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A softball interview with Ratner on Bloomberg TV's "Sportfolio": success depends on location (not government assistance)

Last night, on Bloomberg TV's Sportfolio, "Bloomberg's weekly inside look at the business of sports," the first guest was Atlantic Yards developer Bruce Ratner, at whom host Rick Horrow (not a journalist but "a leading facility development advisor") beamed lavishingly and described, at the end of the interview, a "true visionary, quintessential developer."

Horrow pitched a bunch of softball questions. The first:"tell us about progress" on the arena.

"The time has come," Ratner pronounced, in tones more stentorian than usual. "The progress is going great. We're about 60% done with the arena. The last piece of steel went up last week. You can walk around inside... and it's in a great location, right in the heart of Brooklyn, the center of the world, I might add."

If it's "the center of the world," why does he live in Manhattan?




Built for basketball, but

Noting that the Barclays Center will be the first new NBA arena to open since 2008,  Horrow asked, "What'll make it state of the art as a basketball facility?"

"It's built for basketball, much like Conseco [now BankersLife Fieldhouse, in Indianapolis]," Ratner responded, not pointing out that the arena was shrunk--from 850,000 square feet to 675,000 square feet--to save money. "The sightlines are better... The other thing is the design of it: it will be highly designed architecture, with a capital A, and that's unusual for our arenas in this country."

What's the brand?

Horrow noted that the first event at the arena would be a concert by "fellow owner" Jay-Z, and asked Ratner how he'd describe the arena brand.

"It's Brooklyn, it's the architecture, it's Jay-Z, a new father, I might add, it's Nets basektball, it's everything," Ratner responded, "everything that you could imagine that you woudl want in the arena. The brand is really all the great events, plus the Nets, plus the architecture, plus the Jay-Z celebrity types, and so on.

Booking events

The Barclays Center has "been aggressive in booking events," Horrow observed, suggesting that the new facility is "going toe to toe" with Madison Square Garden. "What's the attraction for partners to sign on with that new venue?"

"This is a large city and a large region. Brooklyn alone has 2.5 million people," Ratner said, "so we really need a second arena."

That's arguably true, but one arena in the region--the Nassau Coliseum, the Meadowlands arena--will understandably lose out. And there's no reason for federal subsidies to move a team across state lines.

"Whether we're competing with Madison Square Garden isn't really what's important," Ratner said. "What's important is whether we bring great entertainment, great sports."

Actually, what's important is whether the bookings deliver profits. It's still unclear if the number of events, and sponsorship revenue, will meet expectations.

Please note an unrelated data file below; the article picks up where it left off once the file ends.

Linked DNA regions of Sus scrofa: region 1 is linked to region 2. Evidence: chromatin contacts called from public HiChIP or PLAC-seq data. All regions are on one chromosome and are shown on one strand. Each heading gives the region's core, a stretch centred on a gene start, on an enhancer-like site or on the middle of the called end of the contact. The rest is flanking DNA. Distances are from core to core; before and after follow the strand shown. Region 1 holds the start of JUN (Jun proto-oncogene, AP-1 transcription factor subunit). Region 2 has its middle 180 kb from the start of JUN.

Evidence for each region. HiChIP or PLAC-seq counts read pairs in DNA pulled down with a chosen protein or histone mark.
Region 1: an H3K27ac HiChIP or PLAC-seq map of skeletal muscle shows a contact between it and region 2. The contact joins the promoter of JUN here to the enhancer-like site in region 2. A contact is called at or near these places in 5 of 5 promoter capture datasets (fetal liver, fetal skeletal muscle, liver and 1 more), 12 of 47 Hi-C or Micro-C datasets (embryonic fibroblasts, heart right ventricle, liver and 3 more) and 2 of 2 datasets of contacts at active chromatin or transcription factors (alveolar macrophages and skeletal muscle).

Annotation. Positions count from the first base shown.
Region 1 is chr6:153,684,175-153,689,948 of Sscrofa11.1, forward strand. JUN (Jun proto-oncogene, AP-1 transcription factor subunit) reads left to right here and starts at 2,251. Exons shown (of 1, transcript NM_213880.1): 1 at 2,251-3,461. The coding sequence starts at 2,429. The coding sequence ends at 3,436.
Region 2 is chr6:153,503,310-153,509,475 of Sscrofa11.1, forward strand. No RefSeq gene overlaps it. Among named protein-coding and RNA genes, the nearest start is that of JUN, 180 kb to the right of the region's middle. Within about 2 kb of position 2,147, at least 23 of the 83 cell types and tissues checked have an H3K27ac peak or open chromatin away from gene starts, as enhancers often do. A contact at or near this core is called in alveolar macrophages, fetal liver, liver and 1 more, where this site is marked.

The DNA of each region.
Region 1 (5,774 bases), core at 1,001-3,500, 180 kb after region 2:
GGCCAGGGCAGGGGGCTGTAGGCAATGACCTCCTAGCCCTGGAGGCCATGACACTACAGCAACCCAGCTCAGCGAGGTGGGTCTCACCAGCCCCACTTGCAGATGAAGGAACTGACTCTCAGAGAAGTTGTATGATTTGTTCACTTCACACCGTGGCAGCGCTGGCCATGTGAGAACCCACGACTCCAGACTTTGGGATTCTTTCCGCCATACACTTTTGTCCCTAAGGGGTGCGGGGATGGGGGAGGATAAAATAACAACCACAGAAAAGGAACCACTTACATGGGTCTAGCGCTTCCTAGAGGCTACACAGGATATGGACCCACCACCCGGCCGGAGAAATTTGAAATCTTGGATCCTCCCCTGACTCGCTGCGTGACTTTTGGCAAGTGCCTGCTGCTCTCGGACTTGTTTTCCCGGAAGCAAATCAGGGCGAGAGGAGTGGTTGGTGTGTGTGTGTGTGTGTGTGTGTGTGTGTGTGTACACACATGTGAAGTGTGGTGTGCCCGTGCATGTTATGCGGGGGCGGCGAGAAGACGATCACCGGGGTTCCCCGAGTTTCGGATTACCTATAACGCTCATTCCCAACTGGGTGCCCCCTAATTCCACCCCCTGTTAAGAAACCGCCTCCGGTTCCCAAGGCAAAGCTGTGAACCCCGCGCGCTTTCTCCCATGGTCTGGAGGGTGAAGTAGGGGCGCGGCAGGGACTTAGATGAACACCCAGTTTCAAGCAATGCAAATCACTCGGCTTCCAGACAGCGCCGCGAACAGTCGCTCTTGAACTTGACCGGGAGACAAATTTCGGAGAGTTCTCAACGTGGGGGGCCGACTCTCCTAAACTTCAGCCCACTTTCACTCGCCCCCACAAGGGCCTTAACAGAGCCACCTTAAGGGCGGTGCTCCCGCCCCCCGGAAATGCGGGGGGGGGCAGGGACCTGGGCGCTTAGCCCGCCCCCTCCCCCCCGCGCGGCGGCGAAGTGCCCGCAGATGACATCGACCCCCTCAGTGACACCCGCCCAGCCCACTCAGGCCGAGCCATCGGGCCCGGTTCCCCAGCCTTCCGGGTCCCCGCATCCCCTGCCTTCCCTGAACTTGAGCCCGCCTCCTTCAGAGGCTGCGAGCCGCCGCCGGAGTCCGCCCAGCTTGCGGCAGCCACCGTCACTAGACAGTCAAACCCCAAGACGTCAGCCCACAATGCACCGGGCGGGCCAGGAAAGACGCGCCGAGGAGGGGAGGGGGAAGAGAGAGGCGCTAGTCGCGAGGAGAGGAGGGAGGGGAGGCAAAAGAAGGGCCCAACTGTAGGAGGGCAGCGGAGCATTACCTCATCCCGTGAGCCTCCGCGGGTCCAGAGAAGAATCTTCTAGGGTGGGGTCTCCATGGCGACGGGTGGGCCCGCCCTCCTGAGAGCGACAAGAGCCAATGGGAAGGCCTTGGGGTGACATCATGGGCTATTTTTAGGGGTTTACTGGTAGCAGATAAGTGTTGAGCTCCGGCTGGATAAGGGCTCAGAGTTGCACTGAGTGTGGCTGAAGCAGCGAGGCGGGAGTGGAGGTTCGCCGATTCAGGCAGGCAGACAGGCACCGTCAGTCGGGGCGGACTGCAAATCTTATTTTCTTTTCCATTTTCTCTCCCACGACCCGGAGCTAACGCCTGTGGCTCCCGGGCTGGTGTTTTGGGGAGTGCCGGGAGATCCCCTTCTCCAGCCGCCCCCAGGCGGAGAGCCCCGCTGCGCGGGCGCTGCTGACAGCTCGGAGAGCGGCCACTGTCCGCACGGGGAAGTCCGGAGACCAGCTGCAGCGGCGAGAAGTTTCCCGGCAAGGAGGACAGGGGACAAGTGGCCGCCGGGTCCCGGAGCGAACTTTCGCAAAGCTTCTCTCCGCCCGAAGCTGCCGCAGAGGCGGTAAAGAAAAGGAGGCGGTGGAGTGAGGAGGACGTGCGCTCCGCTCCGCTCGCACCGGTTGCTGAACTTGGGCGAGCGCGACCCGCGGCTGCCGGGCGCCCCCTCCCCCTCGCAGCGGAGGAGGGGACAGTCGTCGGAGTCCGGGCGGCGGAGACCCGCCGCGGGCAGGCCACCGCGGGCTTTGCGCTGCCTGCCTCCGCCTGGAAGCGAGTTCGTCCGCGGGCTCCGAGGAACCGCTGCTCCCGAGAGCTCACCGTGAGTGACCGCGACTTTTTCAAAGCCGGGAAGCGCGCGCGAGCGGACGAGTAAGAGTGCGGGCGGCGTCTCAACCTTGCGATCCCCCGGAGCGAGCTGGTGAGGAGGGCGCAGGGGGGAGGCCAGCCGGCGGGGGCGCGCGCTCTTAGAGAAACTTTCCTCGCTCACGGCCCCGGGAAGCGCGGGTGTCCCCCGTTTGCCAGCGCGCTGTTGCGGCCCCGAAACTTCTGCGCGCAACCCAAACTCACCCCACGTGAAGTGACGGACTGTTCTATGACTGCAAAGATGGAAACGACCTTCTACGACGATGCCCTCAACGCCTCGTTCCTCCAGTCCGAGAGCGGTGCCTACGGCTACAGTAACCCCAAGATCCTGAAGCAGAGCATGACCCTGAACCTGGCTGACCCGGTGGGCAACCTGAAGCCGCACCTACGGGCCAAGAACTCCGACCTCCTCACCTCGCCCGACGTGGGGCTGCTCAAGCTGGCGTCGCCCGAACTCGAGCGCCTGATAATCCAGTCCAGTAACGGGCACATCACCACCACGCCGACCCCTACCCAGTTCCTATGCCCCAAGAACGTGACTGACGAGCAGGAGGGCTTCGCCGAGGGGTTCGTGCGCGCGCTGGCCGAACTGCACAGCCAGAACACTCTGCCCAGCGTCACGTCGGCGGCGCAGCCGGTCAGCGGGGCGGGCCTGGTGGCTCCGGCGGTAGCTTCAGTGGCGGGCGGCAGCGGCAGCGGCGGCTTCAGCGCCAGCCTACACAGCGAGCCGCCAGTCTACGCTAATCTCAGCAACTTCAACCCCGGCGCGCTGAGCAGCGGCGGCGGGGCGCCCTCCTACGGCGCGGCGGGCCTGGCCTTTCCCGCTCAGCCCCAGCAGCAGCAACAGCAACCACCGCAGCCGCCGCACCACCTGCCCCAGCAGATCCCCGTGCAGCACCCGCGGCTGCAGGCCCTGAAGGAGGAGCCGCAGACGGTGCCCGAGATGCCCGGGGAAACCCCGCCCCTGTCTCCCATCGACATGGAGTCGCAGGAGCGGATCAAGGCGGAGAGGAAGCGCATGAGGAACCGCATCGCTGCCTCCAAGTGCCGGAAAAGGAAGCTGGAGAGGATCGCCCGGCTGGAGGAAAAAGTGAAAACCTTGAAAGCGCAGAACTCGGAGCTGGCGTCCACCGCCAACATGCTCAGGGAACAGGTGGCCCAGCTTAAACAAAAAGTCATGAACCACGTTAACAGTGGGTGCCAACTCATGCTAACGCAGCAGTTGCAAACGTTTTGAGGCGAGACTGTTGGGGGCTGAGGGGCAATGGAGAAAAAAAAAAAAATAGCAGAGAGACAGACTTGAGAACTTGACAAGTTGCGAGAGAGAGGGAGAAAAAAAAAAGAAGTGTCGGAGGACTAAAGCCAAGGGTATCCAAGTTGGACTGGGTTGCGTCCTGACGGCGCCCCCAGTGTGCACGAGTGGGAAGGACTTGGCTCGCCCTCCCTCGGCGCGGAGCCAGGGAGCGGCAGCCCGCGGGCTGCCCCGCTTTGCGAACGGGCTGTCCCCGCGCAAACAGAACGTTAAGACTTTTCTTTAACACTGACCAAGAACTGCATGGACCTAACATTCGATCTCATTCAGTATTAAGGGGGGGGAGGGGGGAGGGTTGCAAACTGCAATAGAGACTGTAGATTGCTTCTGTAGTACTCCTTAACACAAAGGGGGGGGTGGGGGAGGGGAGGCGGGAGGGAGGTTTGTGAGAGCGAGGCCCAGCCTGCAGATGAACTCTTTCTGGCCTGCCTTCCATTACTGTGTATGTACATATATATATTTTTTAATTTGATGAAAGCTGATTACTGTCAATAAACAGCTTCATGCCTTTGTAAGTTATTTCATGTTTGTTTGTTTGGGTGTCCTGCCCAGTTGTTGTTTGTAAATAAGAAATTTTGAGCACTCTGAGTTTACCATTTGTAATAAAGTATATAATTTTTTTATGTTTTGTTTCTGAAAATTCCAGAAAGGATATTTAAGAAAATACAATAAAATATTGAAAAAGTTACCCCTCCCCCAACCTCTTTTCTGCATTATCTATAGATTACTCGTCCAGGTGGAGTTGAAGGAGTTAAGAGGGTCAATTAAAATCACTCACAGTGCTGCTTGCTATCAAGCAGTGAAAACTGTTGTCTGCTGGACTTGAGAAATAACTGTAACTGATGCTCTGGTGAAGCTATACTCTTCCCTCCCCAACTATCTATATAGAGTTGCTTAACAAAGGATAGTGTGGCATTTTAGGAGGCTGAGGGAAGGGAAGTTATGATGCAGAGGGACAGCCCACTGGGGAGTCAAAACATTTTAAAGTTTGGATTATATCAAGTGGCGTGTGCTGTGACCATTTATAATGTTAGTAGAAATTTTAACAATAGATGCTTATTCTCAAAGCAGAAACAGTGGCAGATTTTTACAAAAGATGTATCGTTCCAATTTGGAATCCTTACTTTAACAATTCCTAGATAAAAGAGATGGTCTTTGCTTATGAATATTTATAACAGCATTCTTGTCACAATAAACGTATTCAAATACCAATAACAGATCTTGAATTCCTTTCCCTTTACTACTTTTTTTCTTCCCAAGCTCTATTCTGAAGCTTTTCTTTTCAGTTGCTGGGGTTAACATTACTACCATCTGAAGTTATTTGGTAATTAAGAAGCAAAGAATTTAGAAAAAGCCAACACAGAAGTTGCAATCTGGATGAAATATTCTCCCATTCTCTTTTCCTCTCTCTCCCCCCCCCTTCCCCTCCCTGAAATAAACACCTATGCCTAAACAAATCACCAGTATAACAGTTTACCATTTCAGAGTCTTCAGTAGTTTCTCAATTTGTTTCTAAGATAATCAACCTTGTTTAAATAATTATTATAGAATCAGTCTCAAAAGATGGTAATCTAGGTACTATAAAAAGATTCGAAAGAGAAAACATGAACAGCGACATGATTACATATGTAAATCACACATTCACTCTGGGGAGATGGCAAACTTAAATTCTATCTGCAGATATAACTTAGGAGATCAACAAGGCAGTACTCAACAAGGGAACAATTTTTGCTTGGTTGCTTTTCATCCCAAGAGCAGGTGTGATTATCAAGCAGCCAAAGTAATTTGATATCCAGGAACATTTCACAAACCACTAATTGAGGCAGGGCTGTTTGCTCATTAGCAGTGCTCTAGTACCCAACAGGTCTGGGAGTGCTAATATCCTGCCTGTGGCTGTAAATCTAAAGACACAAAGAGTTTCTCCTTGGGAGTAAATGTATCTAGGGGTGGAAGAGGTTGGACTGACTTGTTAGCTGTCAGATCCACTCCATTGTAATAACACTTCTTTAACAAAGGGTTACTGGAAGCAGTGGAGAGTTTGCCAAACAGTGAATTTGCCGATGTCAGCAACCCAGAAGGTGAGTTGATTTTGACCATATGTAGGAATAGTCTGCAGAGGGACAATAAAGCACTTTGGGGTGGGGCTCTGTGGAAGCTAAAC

"We wondered when we were building it, whther we'd be a secondary arena, or whether we'd be our own venue. It's clear.. we're our own brand," Ratner concluded.

That's true, but there are a lot of variables we don't know, such as whether Barclays is giving event bookers a significantly better deal than other venues to lock in the events.

Recruiting advantage?

Wearing his grin, Horrow asked Ratner, "Do you see the Brooklyn brand and new facility as a recruiting advantage?

"It's a tremendous advantage," Ratner responded, though there are no results yet to speak of. "First, being in the New York general market is tremendous, whether it be media or advertising or sponsorhip or fans, or just the history of sports in this region. we're already seeing it, that there's a tremendous desire, in the NBA generally, to play in big markets and there's already a tremendous interest by players and fans alike."

The key to making it work

Horrow, in his final question, cited plans in other cities (such as Los Angeles) for new arena plus mixed-use development, and asked Ratner, "What's the key to making it work, especially in an uncertain economy?"

"The first key is obviously location," Ratner said, citing the opportunity for transportation to support residential or office development.

He somehow ignored the more important key: to get government agencies willing to sign on to a project, to revise settled deals to save the developer money, and even to support a dubious effort to raise money from immigrant investors seeking green cards.

Arena as successor to theater district?

Ratner finished with what's clearly a new rhetorical tack, "In the case of Brooklyn, interestingly enough, in that area of Brooklyn, Downtown Brooklyn, going back almost 100 years, was always an entertainment district. There were dozens of legitmate theaters right in the area... for about 30 years, it kinda lost that edge... the reason that it was, I think, was the excellent public transportation... So development has to come from something that has a reason to be there..."

Yes, there was a theater district in Downtown Brooklyn, stretching along Flatbush Avenue and Fulton Street, among others, including large houses like the Paramount (now home to LIU) and the Majestic (now home to a BAM satellite).

Does one heavily branded arena equal the latter-day equivalent of a theater district containing multiple venues?

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